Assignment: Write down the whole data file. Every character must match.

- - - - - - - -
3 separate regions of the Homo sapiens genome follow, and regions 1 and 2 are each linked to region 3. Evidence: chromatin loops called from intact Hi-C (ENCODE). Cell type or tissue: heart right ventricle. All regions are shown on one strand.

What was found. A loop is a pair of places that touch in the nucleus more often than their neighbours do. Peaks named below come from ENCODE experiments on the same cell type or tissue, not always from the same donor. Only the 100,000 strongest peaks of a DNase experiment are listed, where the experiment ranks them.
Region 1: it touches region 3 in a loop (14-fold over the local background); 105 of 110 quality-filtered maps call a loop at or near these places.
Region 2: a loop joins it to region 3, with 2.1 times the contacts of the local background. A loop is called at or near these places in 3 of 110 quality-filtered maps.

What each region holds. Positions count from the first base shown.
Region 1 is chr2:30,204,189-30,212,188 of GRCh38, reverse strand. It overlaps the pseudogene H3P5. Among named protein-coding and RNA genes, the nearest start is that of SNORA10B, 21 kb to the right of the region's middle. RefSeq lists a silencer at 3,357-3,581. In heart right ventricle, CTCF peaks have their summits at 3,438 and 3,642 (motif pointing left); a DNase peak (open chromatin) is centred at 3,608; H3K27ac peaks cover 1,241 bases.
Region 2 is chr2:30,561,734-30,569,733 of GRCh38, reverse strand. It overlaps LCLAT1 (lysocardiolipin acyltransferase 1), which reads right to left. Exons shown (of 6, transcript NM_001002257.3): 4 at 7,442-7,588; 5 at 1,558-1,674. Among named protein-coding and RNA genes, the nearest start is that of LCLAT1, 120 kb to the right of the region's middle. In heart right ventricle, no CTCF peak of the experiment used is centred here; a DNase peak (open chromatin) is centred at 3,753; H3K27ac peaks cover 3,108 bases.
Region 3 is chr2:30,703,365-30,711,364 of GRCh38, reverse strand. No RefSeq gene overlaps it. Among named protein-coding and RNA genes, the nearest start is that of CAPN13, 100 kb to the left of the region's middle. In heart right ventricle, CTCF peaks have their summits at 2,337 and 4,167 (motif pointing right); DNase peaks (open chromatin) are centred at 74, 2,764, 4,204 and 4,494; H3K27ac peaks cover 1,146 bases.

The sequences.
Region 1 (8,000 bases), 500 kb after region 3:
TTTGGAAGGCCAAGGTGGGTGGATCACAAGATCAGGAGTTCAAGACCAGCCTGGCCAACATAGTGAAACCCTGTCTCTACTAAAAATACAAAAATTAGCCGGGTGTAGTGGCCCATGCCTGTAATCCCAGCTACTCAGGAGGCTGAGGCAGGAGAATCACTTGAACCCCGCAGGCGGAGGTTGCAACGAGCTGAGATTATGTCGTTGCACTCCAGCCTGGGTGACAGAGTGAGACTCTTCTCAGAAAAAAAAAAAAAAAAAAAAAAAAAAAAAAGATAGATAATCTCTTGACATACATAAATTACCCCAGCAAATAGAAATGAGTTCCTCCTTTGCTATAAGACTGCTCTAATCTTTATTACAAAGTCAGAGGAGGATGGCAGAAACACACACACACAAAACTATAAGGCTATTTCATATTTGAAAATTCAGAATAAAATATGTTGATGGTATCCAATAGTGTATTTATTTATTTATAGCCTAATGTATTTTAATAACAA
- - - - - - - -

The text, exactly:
3 separate regions of the Homo sapiens genome follow, and regions 1 and 2 are each linked to region 3. Evidence: chromatin loops called from intact Hi-C (ENCODE). Cell type or tissue: heart right ventricle. All regions are shown on one strand.

What was found. A loop is a pair of places that touch in the nucleus more often than their neighbours do. Peaks named below come from ENCODE experiments on the same cell type or tissue, not always from the same donor. Only the 100,000 strongest peaks of a DNase experiment are listed, where the experiment ranks them.
Region 1: it touches region 3 in a loop (14-fold over the local background); 105 of 110 quality-filtered maps call a loop at or near these places.
Region 2: a loop joins it to region 3, with 2.1 times the contacts of the local background. A loop is called at or near these places in 3 of 110 quality-filtered maps.

What each region holds. Positions count from the first base shown.
Region 1 is chr2:30,204,189-30,212,188 of GRCh38, reverse strand. It overlaps the pseudogene H3P5. Among named protein-coding and RNA genes, the nearest start is that of SNORA10B, 21 kb to the right of the region's middle. RefSeq lists a silencer at 3,357-3,581. In heart right ventricle, CTCF peaks have their summits at 3,438 and 3,642 (motif pointing left); a DNase peak (open chromatin) is centred at 3,608; H3K27ac peaks cover 1,241 bases.
Region 2 is chr2:30,561,734-30,569,733 of GRCh38, reverse strand. It overlaps LCLAT1 (lysocardiolipin acyltransferase 1), which reads right to left. Exons shown (of 6, transcript NM_001002257.3): 4 at 7,442-7,588; 5 at 1,558-1,674. Among named protein-coding and RNA genes, the nearest start is that of LCLAT1, 120 kb to the right of the region's middle. In heart right ventricle, no CTCF peak of the experiment used is centred here; a DNase peak (open chromatin) is centred at 3,753; H3K27ac peaks cover 3,108 bases.
Region 3 is chr2:30,703,365-30,711,364 of GRCh38, reverse strand. No RefSeq gene overlaps it. Among named protein-coding and RNA genes, the nearest start is that of CAPN13, 100 kb to the left of the region's middle. In heart right ventricle, CTCF peaks have their summits at 2,337 and 4,167 (motif pointing right); DNase peaks (open chromatin) are centred at 74, 2,764, 4,204 and 4,494; H3K27ac peaks cover 1,146 bases.

The sequences.
Region 1 (8,000 bases), 500 kb after region 3:
TTTGGAAGGCCAAGGTGGGTGGATCACAAGATCAGGAGTTCAAGACCAGCCTGGCCAACATAGTGAAACCCTGTCTCTACTAAAAATACAAAAATTAGCCGGGTGTAGTGGCCCATGCCTGTAATCCCAGCTACTCAGGAGGCTGAGGCAGGAGAATCACTTGAACCCCGCAGGCGGAGGTTGCAACGAGCTGAGATTATGTCGTTGCACTCCAGCCTGGGTGACAGAGTGAGACTCTTCTCAGAAAAAAAAAAAAAAAAAAAAAAAAAAAAAAGATAGATAATCTCTTGACATACATAAATTACCCCAGCAAATAGAAATGAGTTCCTCCTTTGCTATAAGACTGCTCTAATCTTTATTACAAAGTCAGAGGAGGATGGCAGAAACACACACACACAAAACTATAAGGCTATTTCATATTTGAAAATTCAGAATAAAATATGTTGATGGTATCCAATAGTGTATTTATTTATTTATAGCCTAATGTATTTTAATAACAA